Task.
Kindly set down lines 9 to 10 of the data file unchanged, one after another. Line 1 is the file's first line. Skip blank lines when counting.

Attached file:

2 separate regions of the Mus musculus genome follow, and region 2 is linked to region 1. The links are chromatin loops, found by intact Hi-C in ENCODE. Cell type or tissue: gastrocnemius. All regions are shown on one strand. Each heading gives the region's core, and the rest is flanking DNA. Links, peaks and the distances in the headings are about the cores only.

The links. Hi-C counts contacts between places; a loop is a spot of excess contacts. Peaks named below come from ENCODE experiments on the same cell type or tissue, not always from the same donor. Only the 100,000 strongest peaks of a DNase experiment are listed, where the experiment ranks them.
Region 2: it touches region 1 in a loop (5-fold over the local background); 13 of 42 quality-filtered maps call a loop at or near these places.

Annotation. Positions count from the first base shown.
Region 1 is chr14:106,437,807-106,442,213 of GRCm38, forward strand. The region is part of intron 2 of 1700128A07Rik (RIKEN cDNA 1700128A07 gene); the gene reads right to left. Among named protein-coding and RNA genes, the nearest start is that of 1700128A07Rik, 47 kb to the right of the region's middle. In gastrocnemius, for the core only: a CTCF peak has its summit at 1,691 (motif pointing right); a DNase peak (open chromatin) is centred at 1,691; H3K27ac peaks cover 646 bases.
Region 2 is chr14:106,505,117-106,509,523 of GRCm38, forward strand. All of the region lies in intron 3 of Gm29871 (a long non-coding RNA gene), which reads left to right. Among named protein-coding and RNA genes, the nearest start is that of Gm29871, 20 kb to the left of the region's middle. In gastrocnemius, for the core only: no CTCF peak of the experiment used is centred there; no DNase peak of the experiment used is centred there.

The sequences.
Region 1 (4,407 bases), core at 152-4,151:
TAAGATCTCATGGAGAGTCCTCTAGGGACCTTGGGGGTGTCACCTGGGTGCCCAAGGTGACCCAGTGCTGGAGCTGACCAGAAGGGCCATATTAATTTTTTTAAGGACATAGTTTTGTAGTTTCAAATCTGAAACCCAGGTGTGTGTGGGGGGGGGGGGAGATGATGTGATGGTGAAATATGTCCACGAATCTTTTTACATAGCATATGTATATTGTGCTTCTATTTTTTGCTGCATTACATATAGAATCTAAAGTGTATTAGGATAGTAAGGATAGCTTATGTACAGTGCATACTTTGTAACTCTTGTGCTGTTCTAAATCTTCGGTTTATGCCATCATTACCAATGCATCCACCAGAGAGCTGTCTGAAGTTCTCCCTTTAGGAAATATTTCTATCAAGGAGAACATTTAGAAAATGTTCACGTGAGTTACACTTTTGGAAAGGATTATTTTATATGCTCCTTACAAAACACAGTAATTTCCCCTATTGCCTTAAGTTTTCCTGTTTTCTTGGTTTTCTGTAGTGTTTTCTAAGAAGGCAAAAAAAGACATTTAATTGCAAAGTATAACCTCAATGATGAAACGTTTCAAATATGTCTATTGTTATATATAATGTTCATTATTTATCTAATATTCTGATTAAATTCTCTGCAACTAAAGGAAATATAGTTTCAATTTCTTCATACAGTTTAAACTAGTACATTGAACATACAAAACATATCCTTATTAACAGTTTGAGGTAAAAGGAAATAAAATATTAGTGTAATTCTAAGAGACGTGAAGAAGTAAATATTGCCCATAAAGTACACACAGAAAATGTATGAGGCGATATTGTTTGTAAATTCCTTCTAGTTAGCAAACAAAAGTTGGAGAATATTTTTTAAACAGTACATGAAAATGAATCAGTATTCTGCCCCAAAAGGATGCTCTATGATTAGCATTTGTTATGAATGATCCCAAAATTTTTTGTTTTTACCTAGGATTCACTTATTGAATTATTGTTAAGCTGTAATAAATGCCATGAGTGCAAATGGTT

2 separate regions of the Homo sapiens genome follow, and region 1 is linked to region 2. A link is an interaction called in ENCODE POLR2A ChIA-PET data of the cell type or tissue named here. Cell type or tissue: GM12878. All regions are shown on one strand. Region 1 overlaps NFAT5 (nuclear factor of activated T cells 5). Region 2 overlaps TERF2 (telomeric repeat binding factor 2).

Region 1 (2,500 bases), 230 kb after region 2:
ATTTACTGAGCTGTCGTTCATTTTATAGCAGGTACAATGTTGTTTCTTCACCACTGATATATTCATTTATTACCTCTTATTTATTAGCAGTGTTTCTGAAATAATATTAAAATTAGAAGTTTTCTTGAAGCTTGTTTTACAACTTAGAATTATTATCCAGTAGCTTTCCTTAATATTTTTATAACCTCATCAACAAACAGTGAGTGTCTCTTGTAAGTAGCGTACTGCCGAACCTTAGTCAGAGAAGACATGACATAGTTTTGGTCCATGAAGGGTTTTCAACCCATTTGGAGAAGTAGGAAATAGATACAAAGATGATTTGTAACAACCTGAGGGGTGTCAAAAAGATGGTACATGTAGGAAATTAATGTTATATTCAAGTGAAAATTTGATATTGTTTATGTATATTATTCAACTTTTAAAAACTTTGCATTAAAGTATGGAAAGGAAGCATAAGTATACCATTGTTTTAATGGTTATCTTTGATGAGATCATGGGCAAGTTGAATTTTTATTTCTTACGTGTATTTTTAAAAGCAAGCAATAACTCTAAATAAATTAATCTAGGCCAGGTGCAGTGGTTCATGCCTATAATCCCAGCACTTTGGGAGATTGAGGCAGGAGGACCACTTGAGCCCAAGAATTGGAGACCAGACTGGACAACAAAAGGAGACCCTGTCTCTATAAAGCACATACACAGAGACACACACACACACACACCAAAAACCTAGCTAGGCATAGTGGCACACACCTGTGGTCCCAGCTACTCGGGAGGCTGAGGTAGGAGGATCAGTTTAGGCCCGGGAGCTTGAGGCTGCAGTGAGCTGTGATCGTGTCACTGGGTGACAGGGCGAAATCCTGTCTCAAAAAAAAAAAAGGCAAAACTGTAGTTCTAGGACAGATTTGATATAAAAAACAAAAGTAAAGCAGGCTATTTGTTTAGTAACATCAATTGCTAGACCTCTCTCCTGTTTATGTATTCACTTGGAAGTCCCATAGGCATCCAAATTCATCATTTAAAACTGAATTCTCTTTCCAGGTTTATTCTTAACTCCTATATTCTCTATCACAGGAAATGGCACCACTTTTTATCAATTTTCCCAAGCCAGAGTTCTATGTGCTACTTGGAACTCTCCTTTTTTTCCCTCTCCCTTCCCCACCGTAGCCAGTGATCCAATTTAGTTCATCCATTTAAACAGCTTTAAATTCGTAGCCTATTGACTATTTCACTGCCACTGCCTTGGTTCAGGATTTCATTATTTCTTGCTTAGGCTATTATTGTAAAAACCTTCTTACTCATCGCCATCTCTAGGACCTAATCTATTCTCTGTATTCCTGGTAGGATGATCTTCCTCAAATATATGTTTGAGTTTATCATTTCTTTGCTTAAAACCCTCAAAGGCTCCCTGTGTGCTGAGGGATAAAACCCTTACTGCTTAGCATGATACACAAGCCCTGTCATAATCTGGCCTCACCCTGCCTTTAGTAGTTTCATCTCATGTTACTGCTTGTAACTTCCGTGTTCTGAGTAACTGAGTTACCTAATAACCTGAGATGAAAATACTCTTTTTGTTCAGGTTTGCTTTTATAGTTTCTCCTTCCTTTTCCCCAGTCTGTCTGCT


TAAGATCTCATGGAGAGTCCTCTAGGGACCTTGGGGGTGTCACCTGGGTGCCCAAGGTGACCCAGTGCTGGAGCTGACCAGAAGGGCCATATTAATTTTTTTAAGGACATAGTTTTGTAGTTTCAAATCTGAAACCCAGGTGTGTGTGGGGGGGGGGGGAGATGATGTGATGGTGAAATATGTCCACGAATCTTTTTACATAGCATATGTATATTGTGCTTCTATTTTTTGCTGCATTACATATAGAATCTAAAGTGTATTAGGATAGTAAGGATAGCTTATGTACAGTGCATACTTTGTAACTCTTGTGCTGTTCTAAATCTTCGGTTTATGCCATCATTACCAATGCATCCACCAGAGAGCTGTCTGAAGTTCTCCCTTTAGGAAATATTTCTATCAAGGAGAACATTTAGAAAATGTTCACGTGAGTTACACTTTTGGAAAGGATTATTTTATATGCTCCTTACAAAACACAGTAATTTCCCCTATTGCCTTAAGTTTTCCTGTTTTCTTGGTTTTCTGTAGTGTTTTCTAAGAAGGCAAAAAAAGACATTTAATTGCAAAGTATAACCTCAATGATGAAACGTTTCAAATATGTCTATTGTTATATATAATGTTCATTATTTATCTAATATTCTGATTAAATTCTCTGCAACTAAAGGAAATATAGTTTCAATTTCTTCATACAGTTTAAACTAGTACATTGAACATACAAAACATATCCTTATTAACAGTTTGAGGTAAAAGGAAATAAAATATTAGTGTAATTCTAAGAGACGTGAAGAAGTAAATATTGCCCATAAAGTACACACAGAAAATGTATGAGGCGATATTGTTTGTAAATTCCTTCTAGTTAGCAAACAAAAGTTGGAGAATATTTTTTAAACAGTACATGAAAATGAATCAGTATTCTGCCCCAAAAGGATGCTCTATGATTAGCATTTGTTATGAATGATCCCAAAATTTTTTGTTTTTACCTAGGATTCACTTATTGAATTATTGTTAAGCTGTAATAAATGCCATGAGTGCAAATGGTT

2 separate regions of the Homo sapiens genome follow, and region 1 is linked to region 2. A link is an interaction called in ENCODE POLR2A ChIA-PET data of the cell type or tissue named here. Cell type or tissue: GM12878. All regions are shown on one strand. Region 1 overlaps NFAT5 (nuclear factor of activated T cells 5). Region 2 overlaps TERF2 (telomeric repeat binding factor 2).